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Lauren goes to Paris, Spencer and Heidi break up, and Hills’ third season isn’t even done yet

On the third season finale of The Hills, Lauren got a second chance to go to Paris–and took it this time–while Heidi and Spencer broke up, or at least postponed their wedding and gave each other some space even though neither of them needed any space. But more about that in a moment.

The Hills, even more than Laguna Beach before it, is the most compelling weird show ever. Let’s stop pretending that MTV doesn’t play music any more, because there’s more music than dialogue. Hell, there are more words in the credits than words spoken by the cast. And every single scene is like a version of The Real World that’s high on marijuana and drifting through space. The series feels like watching a reality show with your head under water; you may be drowning, but everything slows down so much that you don’t notice or care because it feels so pleasurable.

Before the actual show started last night, there was the live pre-show. I thankfully caught only about 30 seconds of it, as Lauren stood awkwardly in front of a tiny audience and stumbled over a question posed by two ridiculous hosts, long haired Jessi and bowtied Dan, who looked like they’d been pulled out of the middle of a Mad TV sketch and asked to host the worst-produced live segments in MTV’s history. They appeared to have been costumed at the funeral of a blind couple who shopped at a store that makes costumes for pets, and they were wearing Madonna-esque headsets because holding microphones and talking was apparently too challenging for them.

At last, they went away, and the real drama began. Here is a breakdown of the final episode’s major moments, which is difficult because there weren’t really many major moments, because again, everything feels like some kind of tripped-out fantasy land:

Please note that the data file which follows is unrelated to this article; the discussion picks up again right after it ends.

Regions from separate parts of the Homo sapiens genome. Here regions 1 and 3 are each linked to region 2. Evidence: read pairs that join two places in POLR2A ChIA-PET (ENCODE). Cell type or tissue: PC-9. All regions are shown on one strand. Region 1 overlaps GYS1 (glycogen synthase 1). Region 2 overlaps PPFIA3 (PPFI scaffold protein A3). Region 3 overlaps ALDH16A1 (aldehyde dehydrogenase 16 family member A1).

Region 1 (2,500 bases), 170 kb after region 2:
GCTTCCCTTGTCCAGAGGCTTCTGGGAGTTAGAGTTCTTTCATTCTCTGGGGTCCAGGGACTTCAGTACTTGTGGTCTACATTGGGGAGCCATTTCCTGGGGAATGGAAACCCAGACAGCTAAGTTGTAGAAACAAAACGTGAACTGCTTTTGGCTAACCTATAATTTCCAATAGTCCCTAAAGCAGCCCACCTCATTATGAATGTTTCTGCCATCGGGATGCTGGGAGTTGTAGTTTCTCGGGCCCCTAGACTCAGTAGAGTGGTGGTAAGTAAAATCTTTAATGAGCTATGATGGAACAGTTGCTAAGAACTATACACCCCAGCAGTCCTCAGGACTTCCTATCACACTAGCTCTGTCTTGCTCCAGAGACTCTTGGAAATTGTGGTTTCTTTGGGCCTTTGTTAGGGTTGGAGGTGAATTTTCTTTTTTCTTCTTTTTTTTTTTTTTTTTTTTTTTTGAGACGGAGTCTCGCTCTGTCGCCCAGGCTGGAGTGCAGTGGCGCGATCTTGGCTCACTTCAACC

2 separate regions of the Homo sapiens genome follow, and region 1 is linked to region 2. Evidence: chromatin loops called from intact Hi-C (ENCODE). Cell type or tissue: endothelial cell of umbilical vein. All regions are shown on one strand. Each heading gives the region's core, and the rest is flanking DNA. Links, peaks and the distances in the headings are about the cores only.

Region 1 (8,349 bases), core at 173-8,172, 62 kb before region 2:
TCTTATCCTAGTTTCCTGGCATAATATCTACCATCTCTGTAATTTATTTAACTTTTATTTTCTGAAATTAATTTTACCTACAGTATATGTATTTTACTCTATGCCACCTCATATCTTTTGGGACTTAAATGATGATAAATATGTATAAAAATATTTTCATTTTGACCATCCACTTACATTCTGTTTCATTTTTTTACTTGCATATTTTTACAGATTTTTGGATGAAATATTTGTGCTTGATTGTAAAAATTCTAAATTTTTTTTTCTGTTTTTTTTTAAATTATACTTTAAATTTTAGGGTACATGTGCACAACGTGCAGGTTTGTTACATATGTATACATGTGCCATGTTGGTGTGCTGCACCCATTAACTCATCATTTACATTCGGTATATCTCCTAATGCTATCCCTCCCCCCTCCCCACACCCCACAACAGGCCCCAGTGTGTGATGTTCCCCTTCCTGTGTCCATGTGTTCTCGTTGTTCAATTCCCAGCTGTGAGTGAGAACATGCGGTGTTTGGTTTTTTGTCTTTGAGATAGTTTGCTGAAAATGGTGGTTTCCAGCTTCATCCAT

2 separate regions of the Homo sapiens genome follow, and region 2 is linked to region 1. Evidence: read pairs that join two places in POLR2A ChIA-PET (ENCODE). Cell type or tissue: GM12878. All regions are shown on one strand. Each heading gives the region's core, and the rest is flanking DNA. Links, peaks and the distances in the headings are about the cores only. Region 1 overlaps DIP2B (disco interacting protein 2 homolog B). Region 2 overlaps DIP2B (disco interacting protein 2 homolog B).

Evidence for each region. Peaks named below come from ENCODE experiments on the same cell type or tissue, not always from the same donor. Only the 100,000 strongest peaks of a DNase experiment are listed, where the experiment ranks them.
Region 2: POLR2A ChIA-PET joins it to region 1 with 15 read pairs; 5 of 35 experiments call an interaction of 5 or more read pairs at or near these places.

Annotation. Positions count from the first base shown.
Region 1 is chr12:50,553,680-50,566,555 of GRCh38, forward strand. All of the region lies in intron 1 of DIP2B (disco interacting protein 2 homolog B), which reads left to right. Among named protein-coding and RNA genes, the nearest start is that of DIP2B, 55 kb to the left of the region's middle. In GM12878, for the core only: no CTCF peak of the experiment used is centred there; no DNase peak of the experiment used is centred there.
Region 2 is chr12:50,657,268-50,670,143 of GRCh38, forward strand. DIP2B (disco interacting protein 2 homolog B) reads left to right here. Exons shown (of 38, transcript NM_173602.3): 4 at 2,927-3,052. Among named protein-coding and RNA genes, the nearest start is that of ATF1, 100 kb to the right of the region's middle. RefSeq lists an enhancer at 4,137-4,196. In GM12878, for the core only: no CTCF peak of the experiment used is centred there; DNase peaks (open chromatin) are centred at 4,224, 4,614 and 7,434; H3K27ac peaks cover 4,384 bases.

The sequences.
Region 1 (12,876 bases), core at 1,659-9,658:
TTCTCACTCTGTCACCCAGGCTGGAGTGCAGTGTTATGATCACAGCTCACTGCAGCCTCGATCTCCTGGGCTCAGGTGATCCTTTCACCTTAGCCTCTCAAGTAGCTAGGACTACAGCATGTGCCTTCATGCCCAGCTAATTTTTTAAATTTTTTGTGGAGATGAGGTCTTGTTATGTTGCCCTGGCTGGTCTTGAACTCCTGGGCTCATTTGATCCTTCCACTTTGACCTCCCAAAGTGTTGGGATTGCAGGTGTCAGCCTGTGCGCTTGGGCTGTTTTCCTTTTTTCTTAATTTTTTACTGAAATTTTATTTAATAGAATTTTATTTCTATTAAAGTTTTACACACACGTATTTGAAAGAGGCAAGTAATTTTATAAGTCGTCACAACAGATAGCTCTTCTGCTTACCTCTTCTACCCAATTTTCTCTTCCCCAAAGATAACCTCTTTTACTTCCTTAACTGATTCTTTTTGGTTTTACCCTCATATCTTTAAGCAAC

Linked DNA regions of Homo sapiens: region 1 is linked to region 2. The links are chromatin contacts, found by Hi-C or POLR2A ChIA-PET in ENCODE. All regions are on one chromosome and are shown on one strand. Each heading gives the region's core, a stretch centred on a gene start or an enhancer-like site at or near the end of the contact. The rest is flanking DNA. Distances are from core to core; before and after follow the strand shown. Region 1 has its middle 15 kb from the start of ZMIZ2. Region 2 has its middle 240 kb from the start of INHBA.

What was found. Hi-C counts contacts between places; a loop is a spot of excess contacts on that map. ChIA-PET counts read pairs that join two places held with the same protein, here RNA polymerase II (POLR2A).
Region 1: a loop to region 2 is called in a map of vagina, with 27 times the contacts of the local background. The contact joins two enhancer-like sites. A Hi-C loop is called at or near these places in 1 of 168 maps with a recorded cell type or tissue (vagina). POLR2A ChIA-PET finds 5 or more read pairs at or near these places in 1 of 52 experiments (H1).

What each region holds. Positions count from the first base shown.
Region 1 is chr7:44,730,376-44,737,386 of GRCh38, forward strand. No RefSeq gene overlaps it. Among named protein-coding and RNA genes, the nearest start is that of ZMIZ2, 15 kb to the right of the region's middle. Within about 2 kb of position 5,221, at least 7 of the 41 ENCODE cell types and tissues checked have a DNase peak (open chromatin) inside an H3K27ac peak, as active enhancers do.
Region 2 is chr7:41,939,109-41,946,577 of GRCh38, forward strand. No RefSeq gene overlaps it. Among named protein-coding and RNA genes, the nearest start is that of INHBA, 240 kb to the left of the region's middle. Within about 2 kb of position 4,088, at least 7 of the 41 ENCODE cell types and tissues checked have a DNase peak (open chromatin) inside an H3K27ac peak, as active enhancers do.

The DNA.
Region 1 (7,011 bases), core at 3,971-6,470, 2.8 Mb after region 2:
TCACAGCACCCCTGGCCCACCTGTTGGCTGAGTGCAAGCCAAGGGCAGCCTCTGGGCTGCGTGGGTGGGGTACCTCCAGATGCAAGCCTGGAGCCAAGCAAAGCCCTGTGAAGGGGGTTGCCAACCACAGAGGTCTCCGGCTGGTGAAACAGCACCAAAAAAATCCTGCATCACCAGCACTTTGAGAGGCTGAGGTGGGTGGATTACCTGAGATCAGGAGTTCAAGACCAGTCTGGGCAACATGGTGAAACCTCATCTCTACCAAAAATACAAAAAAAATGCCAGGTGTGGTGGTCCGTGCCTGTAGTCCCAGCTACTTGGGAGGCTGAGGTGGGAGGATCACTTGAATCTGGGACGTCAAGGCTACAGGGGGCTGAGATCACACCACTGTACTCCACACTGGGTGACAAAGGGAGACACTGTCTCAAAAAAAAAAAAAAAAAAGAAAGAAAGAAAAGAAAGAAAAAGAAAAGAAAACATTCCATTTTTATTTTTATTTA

• “And now Whitney and I were both about to realize that when you least expect it, everything can change,” Lauren says in her introductory voice-over. Her definitely-not-botoxed boss Lisa Love appears and talked to Whitney, telling her that she was going back to Paris and “you may come back a princess,” because apparently Teen Vogue is going to pimp her out. Just to rub it in, Lisa tells Whitney, “I think Lauren had her chance to go to Paris.”
  • Natasha Bedingfield’s “Unwritten” officially opens the show, and that’s an ironic theme song for a show that’s so staged.
  • From the opening credits we go right into another song, The Last Goodnight’s “Pictures of You,” which was iTunes’ free single of the week back in October, and now is used over lots of establishing shots of Los Angeles and Heidi at work, where she talks about fighting with Spencer. “I feel like I’m in a relationship with a five-year-old,” she says. “I just need some breathing room for a minute.”
  • More music–Maroon 5’s “Nothing Lasts Forever”–and establishing shots of Lauren driving around Los Angeles and arriving at Teen Vogue. Lauren stares at her Mac after learning that Whitney is going back to Paris. “I shouldn’t have passed the first time. … I’m just. When am I going to have a chance to go again? … Stupid Jason,” she says, and wipes an invisible tear carefully from her eye.
  • Now we get James Blunt’s “Same Mistake” and establishing shots of Spencer sitting outside at a table meeting with his sister, who’s absolutely terrible at pretending she’s hearing the news of his conflict with Heidi for the first time. That, or she’s about to break into laughter because she’s so giddy that she’s on The Hills. Spencer furrows his brow.
  • More establishing shots of Los Angeles. Hmm, I kind of think this show is set in L.A. I also think there is no footage for the editors of anything besides b-roll so they have to keep reminding us that it’s L.A. Although now, with Paolo Nutini’s “Rewind” playing, we learn that it’s nighttime. At last, substance.
  • Lauren cuts things out of magazines with scissors and sighs a lot while telling Audrina that Whitney is going to Paris again. Audrina does her best to conceal her teeth.
  • Back from the commercial to Good Charlotte’s “Beautiful Place,” and establishing shots of Spencer trying to visit Heidi at work, and learning that she left. Spencer looks annoyed that he just spent a bunch of time shooting an entirely useless scene.